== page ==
We ended up at the Mount of the Beatitudes and in Capernaum before arriving at our hotel, places where I've now come for the fourth time. They are extraordinary places, but since I've posted on these places before, I'll simply refer you to a couple of posts from 2010 and 2016, here and here.
I'll simply add that as previously stated, I find the "Lake" to be comforting and even familiar place. The Mount of the Beatitudes reminds me of the "core values" at the heart of Jesus' teachings. There one remembers to consider the flowers and the birds, and it's not hard to do since it is an aesthetically lovely place. There one remembers that those who follow Jesus are called to become more and more a community that blesses peacemakers, and the merciful, and those who mourn and those who are hungry. Always this has been a counter-cultural calling but right now the state of our union seems to suggest it is more important than ever.
But as I review the day, and count my many blessings for this unique interfaith pilgrimage, I am most grateful that today is Tu B'Shavat, a kind of Jewish arbor day. It is a holiday that came to symbolize (especially during the diaspora) the connection between the Jewish people and the land. And so today we each planted a tree through the Jewish National Fund. We offered a prayer before doing so, beseeching God to "give dew for a blessing and cause beneficent rains to fall in their season..."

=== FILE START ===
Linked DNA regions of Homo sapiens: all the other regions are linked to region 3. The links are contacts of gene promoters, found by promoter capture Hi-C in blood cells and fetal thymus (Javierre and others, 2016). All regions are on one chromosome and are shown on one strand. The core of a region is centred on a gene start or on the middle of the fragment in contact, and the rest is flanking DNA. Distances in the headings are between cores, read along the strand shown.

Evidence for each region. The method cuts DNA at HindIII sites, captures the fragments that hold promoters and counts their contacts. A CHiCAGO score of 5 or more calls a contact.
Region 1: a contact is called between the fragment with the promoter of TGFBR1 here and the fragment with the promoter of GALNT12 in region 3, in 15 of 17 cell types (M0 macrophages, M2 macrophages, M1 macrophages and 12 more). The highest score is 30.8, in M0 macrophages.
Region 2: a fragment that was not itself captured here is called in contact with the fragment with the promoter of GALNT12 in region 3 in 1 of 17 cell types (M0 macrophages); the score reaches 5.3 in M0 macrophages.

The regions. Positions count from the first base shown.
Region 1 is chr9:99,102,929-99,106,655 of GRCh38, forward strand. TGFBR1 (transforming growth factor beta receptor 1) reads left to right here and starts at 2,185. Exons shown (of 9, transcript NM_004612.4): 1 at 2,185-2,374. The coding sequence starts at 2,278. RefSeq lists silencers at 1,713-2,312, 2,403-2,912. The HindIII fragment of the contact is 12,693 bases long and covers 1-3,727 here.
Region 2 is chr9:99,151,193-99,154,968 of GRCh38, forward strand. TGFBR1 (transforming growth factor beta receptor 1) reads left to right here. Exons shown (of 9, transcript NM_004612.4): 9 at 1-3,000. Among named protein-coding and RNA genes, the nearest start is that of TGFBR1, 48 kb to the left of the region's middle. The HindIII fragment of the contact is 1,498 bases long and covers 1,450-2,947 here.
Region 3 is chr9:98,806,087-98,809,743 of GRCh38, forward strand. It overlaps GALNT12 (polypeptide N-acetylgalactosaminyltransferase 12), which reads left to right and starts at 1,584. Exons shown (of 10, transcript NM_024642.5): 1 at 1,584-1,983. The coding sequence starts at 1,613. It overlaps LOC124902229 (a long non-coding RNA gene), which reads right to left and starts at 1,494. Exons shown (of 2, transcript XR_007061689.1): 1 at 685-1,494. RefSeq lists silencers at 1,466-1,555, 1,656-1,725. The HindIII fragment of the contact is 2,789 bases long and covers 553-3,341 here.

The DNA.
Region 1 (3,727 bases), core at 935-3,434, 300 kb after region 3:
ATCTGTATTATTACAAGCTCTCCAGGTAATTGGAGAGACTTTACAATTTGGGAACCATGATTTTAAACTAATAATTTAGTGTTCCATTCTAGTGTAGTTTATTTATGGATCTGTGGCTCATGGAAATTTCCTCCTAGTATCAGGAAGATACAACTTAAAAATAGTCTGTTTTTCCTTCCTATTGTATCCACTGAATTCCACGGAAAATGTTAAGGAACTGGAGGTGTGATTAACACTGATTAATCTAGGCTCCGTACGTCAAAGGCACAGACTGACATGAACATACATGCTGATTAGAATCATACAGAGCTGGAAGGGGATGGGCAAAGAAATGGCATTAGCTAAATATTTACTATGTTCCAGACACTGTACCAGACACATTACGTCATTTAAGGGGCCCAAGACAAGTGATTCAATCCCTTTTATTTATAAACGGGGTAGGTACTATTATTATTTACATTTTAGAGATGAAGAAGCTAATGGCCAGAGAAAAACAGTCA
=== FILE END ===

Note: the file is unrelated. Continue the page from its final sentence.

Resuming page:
This leads me to one of my very favorite poems, Wendell Berry's Manifesto: The Mad Farmer Liberation Front, which I tried to remember from memory (and recalled a fair amount of it) while I was planting my tree. One of the great stanzas in that poem goes like this
Ask the questions that have no answers. Invest in the millennium. Plant sequoias. Say that your main crop is the forest that you did not plant, that you will not live to harvest. Say that the leaves are harvested when they have rotted into the mold. Call that profit. Prophesy such returns.It seems to me that taking the time to cultivate interfaith relationships - or any relationship at all - and taking the time to consider the birds and the flowers or to plant a tree or to share a meal with someone or to walk by the lake is all of one piece. Most days I know this, but some days there is more clarity than others.